What Makes a Family?
Book reviewed: One Family – George Shannon and Blanca Gómez, Farrar Straus & Giroux, 2015
In One Family, George Shannon and Blanca Gómez together answer the question of how to depict a twenty-first century family in a natural and inclusive way. The success of their book lies in its complete accessibility to children, with both words and pictures constructing a world where members of families and the objects they encounter “match.” You can count them, and count on them, to be there, in predictable settings. In the past, the families shown here might have been on the margins, but now they are part of children’s daily world. The author and illustrator accomplish this normalized view of diversity in a completely unobtrusive way by creating people who are both archetypal and real at the same time.
The book is structured around family members, at first single and then in groups of up to ten. There are parents, siblings, grandparents, and pets in indoor and outdoor settings. Shannon’s text acknowledges the way children notice their environment, beginning with the words “One is one/One lamp. One clock. One book to share,” describing a grandmotherly figure sitting in a living room, reading. She has lovely grey curls, oversized in relation to the rest of her. Maybe this is the first quality that a child might identify with his or her grandmother.
An old-fashioned clock with a swinging pendulum is on one side of the text, and a floor lamp with a scalloped shade and small pull-chain stands on the facing page. An embroidery sampler reading “Home Sweet Home” and a basket of knitting yarn are expected images, but the room also includes three minimalist prints hanging on the wall and a small, stylized plant, which might be real or artificial. Grey hair, book, analog clock, modern art: they are all grandma.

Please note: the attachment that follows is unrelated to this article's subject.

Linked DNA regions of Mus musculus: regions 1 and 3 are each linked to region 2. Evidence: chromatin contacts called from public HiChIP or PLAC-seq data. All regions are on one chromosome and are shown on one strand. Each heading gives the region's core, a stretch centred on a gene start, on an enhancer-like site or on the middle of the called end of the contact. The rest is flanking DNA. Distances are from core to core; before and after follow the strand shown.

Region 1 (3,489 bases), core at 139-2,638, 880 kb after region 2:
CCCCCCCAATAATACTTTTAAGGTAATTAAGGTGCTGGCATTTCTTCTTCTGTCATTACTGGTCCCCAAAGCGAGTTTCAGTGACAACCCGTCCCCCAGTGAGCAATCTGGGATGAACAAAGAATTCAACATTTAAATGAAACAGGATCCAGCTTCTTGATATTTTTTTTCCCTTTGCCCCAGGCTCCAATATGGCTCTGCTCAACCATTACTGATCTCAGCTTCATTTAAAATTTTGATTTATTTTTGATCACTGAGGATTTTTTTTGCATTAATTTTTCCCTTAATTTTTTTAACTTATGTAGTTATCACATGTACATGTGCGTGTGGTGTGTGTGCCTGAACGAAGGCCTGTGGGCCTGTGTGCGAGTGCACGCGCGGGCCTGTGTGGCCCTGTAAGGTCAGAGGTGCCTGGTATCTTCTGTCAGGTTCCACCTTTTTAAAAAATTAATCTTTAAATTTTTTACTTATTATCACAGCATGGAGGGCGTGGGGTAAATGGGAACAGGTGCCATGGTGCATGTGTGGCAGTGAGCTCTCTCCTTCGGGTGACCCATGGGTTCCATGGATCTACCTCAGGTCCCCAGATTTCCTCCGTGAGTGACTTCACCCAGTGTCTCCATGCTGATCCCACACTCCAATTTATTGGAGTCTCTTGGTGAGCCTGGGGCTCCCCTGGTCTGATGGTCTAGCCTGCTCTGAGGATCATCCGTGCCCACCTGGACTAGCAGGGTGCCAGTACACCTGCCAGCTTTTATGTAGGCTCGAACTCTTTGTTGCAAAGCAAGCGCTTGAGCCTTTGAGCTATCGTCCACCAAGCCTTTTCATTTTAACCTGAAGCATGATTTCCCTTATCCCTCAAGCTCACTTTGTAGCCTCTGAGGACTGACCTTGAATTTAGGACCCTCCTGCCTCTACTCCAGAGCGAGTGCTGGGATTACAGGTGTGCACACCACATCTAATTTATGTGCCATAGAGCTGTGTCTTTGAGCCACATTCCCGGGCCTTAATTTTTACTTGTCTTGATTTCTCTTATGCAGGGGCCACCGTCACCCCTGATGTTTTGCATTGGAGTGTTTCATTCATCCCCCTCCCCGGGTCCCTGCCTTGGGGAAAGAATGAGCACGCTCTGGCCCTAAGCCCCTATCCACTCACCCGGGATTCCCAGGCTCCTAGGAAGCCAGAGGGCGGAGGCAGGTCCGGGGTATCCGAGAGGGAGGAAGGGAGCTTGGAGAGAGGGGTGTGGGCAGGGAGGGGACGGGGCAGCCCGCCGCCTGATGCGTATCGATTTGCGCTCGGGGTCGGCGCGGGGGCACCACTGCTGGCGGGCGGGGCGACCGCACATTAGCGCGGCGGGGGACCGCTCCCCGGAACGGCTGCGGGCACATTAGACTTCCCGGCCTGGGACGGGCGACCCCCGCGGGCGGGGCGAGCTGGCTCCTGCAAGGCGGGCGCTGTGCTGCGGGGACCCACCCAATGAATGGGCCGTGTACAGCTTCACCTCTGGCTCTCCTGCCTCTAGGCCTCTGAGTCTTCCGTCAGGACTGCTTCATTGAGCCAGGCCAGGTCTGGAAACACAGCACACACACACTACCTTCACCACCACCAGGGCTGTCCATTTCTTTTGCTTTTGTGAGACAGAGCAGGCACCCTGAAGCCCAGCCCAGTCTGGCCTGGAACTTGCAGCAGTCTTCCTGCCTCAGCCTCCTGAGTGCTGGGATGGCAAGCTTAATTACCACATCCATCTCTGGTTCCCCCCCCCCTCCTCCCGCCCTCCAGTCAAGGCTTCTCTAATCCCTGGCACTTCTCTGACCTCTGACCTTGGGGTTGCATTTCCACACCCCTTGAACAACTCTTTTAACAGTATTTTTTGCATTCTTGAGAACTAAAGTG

Subsequent pictures show multiracial and multigenerational groups engaged in everyday activities. Gómez’s children and adults have brown, peach, and pale skin, and yellow, red, and black hair. One family out for a walk passes a store labeled “Goldilocks Toys” which has three bears in a house in the display window, as well as an abacus. The three bears parallel the three-person family, but there is also a bowl of three pears in the window of a building. Shannon’s words patiently count with the reader, “One is three./One house of bears. One bowl of pears./One family.” The first two lines are in black font and the last in red, as if to highlight the central focus of the book, people.
Shannon and Gómez’s families are not only nuclear and are certainly not isolated. In one picture, we see nine people happily interacting on a bench overlooking the sea. They range in age from infant to older adult and they face one another in small units of conversation. They may be looking out at the boats, water, and lighthouse, but their principal activity is communication. Similarly, an urban street shows families of different races and genders, including same-sex parents, walking, waving, and sharing. The grandmother from the first pages emerges from her house, book in hand, to be presented with a cake by a family of color. There is no need for a direct message about unity and difference, although there is a little girl with a globe waving from a window.
The counting element of the book is a subtle value-added. At the end, two pages collect and number the different items viewed in the book, from crayons to keys, to a stack of books and a basket of puppies. Shannon’s website informs us that his father was a math teacher, that he has worked as a school librarian, and that he is inspired, among other ways, by trying to understand “Things that still confuse me.”
This is my second blog entry about Blanca Gómez, whose inventive figures of people based on simple shapes and carefully chosen details encourage recognition by both children and adult readers. One Family is for everybody.